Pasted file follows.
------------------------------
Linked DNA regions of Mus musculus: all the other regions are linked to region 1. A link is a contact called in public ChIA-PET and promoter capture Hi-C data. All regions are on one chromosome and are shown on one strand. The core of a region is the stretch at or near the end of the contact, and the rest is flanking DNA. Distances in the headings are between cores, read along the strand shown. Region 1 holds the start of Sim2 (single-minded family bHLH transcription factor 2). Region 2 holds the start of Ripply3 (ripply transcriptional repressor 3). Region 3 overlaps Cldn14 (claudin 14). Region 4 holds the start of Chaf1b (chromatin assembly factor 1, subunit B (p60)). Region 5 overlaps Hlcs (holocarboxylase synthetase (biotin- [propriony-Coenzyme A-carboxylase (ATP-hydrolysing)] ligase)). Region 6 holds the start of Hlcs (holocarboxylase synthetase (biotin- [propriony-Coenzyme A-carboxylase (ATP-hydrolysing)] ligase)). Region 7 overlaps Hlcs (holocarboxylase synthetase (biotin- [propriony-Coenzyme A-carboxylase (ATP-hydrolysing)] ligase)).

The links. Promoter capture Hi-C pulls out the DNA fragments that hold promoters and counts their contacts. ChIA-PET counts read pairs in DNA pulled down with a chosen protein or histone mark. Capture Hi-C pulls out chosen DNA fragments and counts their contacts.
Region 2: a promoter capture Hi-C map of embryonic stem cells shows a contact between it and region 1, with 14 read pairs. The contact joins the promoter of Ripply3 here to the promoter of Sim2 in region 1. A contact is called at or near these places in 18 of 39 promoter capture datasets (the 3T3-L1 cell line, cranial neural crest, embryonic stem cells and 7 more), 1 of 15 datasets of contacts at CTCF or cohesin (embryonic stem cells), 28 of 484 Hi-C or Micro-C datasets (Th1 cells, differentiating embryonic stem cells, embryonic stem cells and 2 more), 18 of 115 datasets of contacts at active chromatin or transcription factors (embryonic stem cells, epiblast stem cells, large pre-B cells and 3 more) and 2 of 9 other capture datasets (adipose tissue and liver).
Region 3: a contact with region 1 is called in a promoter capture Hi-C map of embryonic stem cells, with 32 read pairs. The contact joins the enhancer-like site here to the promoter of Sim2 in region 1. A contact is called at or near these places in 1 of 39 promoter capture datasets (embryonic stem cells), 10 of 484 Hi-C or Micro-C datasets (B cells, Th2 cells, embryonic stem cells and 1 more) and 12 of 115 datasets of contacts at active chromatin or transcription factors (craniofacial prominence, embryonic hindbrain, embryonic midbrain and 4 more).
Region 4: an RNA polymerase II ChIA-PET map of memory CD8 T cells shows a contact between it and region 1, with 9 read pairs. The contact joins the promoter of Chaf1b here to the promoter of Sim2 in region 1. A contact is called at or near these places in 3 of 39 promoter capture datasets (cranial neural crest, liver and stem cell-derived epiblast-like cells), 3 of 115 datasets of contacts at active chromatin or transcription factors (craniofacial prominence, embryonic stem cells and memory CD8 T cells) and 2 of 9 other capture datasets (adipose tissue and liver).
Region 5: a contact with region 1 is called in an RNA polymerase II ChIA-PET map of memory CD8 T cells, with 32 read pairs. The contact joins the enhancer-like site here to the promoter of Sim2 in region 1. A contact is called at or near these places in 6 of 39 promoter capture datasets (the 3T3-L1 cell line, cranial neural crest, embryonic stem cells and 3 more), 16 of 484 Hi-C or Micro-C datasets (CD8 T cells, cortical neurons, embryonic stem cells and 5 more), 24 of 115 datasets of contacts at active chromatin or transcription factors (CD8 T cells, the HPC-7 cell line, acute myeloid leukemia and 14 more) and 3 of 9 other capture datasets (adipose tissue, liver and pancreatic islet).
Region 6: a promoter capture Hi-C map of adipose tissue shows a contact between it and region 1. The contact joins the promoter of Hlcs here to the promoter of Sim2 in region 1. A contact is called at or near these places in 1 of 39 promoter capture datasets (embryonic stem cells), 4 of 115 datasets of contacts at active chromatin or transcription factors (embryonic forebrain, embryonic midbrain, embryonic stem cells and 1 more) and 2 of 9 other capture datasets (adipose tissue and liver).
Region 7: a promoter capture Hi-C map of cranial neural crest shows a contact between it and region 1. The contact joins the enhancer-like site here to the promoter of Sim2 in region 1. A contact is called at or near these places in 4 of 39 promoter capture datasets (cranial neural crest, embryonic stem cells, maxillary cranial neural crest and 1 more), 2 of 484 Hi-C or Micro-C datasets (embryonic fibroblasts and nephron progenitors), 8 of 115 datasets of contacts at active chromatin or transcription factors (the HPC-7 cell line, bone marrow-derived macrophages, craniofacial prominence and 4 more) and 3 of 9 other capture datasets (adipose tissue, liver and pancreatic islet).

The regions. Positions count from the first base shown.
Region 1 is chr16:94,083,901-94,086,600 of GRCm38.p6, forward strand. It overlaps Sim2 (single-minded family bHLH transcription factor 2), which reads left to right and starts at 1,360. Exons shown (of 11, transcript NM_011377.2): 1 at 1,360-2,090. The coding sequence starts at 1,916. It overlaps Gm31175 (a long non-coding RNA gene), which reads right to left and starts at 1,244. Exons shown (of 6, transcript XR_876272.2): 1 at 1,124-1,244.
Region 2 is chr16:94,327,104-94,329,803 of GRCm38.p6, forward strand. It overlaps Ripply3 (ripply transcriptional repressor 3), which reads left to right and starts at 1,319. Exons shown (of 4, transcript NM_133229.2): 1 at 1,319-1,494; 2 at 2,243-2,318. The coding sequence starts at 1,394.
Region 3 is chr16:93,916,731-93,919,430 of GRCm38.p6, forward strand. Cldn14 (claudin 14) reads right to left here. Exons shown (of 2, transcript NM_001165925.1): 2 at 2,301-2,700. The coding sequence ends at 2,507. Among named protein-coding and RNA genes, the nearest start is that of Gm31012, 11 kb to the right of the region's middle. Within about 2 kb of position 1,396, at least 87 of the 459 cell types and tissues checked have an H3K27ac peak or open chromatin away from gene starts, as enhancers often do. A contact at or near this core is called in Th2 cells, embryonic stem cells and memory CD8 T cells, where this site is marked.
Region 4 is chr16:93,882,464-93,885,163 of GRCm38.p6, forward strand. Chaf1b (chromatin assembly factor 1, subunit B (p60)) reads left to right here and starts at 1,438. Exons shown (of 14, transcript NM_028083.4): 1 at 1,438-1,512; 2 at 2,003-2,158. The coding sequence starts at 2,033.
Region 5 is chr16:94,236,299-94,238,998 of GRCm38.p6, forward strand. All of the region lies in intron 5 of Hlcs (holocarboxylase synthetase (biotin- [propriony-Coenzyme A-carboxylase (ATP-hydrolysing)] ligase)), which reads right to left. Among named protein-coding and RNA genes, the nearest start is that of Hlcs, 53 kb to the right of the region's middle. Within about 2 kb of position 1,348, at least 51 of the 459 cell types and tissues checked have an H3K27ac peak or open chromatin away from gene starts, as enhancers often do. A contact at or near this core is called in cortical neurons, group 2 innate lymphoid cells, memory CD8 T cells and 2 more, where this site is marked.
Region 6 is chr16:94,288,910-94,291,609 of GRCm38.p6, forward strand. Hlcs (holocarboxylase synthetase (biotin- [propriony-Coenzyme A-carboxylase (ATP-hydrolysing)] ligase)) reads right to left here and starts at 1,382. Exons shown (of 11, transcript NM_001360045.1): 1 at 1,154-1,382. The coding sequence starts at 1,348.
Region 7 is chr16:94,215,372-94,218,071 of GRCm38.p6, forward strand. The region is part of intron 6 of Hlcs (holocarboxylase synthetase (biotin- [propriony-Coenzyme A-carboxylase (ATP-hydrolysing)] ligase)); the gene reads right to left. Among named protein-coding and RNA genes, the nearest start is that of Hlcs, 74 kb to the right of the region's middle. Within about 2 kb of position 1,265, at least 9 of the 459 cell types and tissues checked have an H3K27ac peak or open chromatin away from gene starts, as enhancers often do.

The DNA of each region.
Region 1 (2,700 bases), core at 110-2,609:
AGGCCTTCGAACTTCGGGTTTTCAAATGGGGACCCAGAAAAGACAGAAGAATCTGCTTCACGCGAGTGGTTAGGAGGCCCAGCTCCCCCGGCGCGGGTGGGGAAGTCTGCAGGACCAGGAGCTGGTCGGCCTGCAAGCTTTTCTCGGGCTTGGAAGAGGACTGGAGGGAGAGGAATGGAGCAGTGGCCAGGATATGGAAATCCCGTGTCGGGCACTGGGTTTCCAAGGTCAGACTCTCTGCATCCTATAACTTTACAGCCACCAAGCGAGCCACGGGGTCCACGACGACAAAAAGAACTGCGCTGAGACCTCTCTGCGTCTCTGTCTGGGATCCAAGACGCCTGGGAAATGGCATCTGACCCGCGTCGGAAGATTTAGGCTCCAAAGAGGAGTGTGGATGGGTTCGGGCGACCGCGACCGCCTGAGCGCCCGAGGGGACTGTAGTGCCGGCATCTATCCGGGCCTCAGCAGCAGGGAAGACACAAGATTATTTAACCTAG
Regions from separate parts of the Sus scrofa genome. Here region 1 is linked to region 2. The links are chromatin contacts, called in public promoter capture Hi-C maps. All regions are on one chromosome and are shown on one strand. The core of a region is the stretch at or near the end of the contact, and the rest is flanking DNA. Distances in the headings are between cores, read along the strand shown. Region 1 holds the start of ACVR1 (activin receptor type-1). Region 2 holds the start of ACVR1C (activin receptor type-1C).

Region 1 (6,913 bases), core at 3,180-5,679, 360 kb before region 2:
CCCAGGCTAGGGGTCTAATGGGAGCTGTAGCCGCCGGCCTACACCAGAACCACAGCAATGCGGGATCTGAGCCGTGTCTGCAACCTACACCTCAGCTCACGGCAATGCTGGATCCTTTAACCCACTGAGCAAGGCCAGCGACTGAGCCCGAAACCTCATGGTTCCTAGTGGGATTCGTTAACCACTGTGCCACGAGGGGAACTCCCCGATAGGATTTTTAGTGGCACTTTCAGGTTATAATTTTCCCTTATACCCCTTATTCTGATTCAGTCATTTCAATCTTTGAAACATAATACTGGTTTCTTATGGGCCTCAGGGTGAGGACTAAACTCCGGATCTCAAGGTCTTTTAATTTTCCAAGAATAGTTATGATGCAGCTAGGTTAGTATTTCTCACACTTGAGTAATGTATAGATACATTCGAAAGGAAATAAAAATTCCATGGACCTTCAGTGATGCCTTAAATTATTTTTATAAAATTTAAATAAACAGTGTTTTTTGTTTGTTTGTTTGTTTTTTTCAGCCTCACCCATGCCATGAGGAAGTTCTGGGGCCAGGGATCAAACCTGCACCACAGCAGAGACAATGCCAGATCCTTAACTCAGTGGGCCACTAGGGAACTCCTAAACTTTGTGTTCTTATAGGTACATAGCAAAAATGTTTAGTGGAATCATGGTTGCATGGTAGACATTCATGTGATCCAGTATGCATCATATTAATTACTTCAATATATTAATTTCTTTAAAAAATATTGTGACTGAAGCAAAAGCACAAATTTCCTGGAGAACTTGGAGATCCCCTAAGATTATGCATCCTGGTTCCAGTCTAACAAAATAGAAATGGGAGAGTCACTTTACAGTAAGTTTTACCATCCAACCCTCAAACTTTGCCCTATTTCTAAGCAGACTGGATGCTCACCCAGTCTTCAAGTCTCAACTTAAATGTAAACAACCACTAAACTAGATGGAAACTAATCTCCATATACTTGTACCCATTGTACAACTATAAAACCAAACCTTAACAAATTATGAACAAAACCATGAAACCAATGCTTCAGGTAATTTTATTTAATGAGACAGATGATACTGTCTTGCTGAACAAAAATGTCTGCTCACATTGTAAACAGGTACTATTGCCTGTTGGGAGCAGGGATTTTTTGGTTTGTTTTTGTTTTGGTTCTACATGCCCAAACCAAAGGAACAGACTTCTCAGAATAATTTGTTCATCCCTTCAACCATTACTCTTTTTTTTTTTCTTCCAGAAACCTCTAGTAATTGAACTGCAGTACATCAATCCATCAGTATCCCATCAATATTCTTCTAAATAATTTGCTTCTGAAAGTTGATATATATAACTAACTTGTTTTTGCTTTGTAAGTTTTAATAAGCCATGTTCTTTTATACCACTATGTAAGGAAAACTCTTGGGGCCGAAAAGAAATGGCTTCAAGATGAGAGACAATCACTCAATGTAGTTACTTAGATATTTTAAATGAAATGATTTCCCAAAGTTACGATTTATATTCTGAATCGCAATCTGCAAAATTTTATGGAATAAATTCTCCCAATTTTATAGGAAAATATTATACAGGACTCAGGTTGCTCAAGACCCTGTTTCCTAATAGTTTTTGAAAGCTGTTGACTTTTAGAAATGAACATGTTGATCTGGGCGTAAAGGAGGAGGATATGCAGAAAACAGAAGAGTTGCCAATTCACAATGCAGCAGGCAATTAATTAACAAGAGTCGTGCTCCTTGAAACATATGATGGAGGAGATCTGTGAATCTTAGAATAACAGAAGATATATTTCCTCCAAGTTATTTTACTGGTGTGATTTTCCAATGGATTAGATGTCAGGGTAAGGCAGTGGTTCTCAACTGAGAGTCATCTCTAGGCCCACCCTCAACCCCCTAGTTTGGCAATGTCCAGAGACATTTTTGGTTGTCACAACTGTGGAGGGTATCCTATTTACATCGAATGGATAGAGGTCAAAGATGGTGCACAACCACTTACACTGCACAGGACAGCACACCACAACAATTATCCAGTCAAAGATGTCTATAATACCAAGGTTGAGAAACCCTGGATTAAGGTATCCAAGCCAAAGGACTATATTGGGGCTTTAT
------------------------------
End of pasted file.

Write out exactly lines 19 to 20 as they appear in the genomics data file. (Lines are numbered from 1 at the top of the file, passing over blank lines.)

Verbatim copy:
AGGCCTTCGAACTTCGGGTTTTCAAATGGGGACCCAGAAAAGACAGAAGAATCTGCTTCACGCGAGTGGTTAGGAGGCCCAGCTCCCCCGGCGCGGGTGGGGAAGTCTGCAGGACCAGGAGCTGGTCGGCCTGCAAGCTTTTCTCGGGCTTGGAAGAGGACTGGAGGGAGAGGAATGGAGCAGTGGCCAGGATATGGAAATCCCGTGTCGGGCACTGGGTTTCCAAGGTCAGACTCTCTGCATCCTATAACTTTACAGCCACCAAGCGAGCCACGGGGTCCACGACGACAAAAAGAACTGCGCTGAGACCTCTCTGCGTCTCTGTCTGGGATCCAAGACGCCTGGGAAATGGCATCTGACCCGCGTCGGAAGATTTAGGCTCCAAAGAGGAGTGTGGATGGGTTCGGGCGACCGCGACCGCCTGAGCGCCCGAGGGGACTGTAGTGCCGGCATCTATCCGGGCCTCAGCAGCAGGGAAGACACAAGATTATTTAACCTAG
Regions from separate parts of the Sus scrofa genome. Here region 1 is linked to region 2. The links are chromatin contacts, called in public promoter capture Hi-C maps. All regions are on one chromosome and are shown on one strand. The core of a region is the stretch at or near the end of the contact, and the rest is flanking DNA. Distances in the headings are between cores, read along the strand shown. Region 1 holds the start of ACVR1 (activin receptor type-1). Region 2 holds the start of ACVR1C (activin receptor type-1C).